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Covid-19, behavioural changes, and digital transformation

It will be quite a while before we understand the true impact of the COVID-19 pandemic. However, history tells us two things about major crises. First, that even in severe economic downturns, some businesses are able to exploit them and prosper. Second, that crises not only produce loads of short-term changes, mainly on demand, but also generate a series of longer lasting changes, which come to stay.

Companies seeking to emerge from this crisis successfully, or even position much more competitively, must develop an understanding of their customers’ changing habits as well as society’s on the whole. For many cases this will require a new process to detect and evaluate changes before they become obvious to everyone. The first step is to map behavioural trends and changes with the aim of identifying specific products or business opportunities that have potential.

For example, the pandemic has caused people to spend more time at home. This has implications for different sectors. If we take a look at food, obviously the number of meals at home has increased. This change in behaviour has created opportunities and challenges for restaurants, food shops and home-delivery businesses.

The next step is to categorize changes in demand using a 2x2 matrix, whereby one axis looks at whether the changes are short term, or long term, while the other axis indicates whether the changes already existed before or have emerged during the pandemic. This way we obtain four quadrants with a series of market behavioural changes for each of them. Using this as a basis, the company must identify opportunities to make the most of these changes.

Consider again the fact that, as a result of this pandemic, we are spending much more time at home, which has led to an increase in online shopping and a negative impact on physical stores. It is worth asking whether this will be a temporary change, or on the contrary it will keep on over time, and collaterally affect areas such as the sale and rental of business premises. Again, a behavioural change that generates threats, but also opportunities.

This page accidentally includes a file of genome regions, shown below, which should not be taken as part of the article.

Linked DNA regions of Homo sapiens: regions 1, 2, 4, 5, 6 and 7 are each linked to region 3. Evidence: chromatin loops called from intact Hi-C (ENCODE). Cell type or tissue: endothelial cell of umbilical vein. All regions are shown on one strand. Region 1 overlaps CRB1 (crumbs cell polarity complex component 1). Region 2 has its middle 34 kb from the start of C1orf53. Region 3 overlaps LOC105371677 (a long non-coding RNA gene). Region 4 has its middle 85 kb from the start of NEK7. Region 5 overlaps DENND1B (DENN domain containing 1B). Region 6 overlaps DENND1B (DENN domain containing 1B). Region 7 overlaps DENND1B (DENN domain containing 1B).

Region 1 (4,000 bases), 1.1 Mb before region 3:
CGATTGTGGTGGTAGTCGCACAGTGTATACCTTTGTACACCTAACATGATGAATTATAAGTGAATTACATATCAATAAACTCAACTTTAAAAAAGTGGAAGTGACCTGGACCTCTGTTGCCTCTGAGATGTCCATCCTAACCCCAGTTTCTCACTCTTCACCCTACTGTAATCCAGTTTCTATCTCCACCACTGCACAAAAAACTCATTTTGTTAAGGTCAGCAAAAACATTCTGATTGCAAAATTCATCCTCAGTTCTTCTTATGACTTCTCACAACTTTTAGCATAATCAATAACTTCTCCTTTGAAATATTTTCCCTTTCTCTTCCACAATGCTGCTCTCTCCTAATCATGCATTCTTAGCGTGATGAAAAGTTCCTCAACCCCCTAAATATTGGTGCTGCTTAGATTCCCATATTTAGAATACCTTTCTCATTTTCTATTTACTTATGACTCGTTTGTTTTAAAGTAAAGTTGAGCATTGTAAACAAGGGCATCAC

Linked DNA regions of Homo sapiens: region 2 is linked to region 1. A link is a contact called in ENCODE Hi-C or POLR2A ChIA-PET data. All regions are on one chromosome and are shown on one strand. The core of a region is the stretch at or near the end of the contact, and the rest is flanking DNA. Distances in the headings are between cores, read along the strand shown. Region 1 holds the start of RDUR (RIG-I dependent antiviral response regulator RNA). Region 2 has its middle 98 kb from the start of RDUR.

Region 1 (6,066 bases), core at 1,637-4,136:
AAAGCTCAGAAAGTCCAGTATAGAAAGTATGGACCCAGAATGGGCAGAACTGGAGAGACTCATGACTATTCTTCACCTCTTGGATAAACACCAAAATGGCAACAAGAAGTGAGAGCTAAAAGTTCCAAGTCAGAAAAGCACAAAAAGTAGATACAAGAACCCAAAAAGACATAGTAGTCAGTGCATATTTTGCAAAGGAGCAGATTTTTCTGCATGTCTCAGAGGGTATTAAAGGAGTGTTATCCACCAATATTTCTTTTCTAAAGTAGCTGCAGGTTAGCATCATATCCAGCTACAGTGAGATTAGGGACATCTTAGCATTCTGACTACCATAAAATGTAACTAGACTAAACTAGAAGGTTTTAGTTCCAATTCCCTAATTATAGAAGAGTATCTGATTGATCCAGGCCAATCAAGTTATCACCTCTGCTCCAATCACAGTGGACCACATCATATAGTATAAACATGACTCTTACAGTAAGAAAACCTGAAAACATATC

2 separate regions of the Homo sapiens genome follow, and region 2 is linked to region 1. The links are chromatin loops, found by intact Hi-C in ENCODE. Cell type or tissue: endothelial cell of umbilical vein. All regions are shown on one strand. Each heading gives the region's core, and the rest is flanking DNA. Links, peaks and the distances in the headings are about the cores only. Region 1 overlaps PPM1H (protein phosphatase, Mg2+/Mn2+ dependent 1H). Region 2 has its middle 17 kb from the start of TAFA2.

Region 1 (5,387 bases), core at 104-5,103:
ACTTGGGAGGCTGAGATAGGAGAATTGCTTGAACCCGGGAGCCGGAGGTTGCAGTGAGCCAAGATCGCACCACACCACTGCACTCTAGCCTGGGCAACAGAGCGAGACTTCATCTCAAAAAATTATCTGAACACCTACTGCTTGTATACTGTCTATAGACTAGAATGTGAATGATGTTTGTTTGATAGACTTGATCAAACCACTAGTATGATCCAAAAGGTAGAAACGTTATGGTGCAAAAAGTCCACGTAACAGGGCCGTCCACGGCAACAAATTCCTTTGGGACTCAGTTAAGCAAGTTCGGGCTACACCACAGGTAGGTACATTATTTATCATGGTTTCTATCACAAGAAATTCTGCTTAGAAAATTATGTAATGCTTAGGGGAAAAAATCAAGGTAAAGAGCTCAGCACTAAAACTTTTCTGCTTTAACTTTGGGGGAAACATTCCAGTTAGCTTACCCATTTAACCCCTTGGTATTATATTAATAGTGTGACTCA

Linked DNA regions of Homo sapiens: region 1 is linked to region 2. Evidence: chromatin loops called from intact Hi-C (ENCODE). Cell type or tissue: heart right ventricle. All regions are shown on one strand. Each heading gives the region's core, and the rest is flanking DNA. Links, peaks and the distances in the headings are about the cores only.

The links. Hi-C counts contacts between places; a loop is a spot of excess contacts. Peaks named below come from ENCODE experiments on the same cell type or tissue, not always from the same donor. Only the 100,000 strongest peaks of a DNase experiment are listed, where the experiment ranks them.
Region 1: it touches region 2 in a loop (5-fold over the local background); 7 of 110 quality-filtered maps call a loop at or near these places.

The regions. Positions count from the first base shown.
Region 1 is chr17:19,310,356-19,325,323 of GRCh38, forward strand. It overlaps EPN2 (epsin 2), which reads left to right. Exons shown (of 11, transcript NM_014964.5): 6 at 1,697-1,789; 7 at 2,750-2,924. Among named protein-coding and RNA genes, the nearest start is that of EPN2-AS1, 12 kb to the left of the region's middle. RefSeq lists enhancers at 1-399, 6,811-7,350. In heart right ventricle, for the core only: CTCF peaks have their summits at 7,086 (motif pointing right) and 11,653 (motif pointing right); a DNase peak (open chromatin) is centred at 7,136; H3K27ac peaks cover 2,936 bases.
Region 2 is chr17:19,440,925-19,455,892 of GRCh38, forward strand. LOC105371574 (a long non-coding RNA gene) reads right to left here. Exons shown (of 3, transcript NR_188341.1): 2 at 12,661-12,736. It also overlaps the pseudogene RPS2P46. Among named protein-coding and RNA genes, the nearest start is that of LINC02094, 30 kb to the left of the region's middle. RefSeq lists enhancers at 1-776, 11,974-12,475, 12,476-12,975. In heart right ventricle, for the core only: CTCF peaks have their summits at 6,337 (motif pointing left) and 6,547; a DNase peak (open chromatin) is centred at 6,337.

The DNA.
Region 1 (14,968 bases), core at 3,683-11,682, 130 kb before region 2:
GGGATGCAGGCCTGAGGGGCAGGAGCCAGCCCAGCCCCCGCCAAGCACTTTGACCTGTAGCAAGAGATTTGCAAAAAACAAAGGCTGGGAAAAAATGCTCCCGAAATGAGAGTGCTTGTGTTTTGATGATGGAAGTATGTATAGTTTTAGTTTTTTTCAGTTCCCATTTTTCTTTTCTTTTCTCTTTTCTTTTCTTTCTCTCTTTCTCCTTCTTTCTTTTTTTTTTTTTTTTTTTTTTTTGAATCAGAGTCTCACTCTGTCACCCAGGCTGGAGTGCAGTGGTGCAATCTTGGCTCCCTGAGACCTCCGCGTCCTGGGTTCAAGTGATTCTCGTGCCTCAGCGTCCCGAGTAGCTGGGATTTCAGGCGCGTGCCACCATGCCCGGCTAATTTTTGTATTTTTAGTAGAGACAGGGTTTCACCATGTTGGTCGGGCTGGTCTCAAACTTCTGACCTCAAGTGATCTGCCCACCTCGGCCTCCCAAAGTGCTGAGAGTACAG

However, companies will not be able to take advantage of all changes. To decide which ones to back, they have to ask whether the behavioural changes are temporary or permanent. Many of the changes observed during the COVID-19 pandemic have been driven by the fear of being infected by the virus or imposed by the authorities to meet new standards, and consequently these are likely to be temporary. But others have been accompanied by greater comfort or have involved reduced costs and are therefore more likely to be sustained.

For companies, one outcome of the COVID-19 crisis has been a dramatic increase in the use of digital technologies that have made it possible to reduce face-to-face interactions and safeguard the health and well-being of customers and employees. These digital technologies include consumer-facing applications, such as home food delivery services, e-commerce applications, or videoconferencing platforms, among others.

Companies across all industries face rapidly changing opportunities and challenges due to the emergence of new digital technologies.

Specifically, digital technologies can be applied in three major areas:

  • External and internal customer experience: companies can apply digitization to involve both their external and internal customers in new ways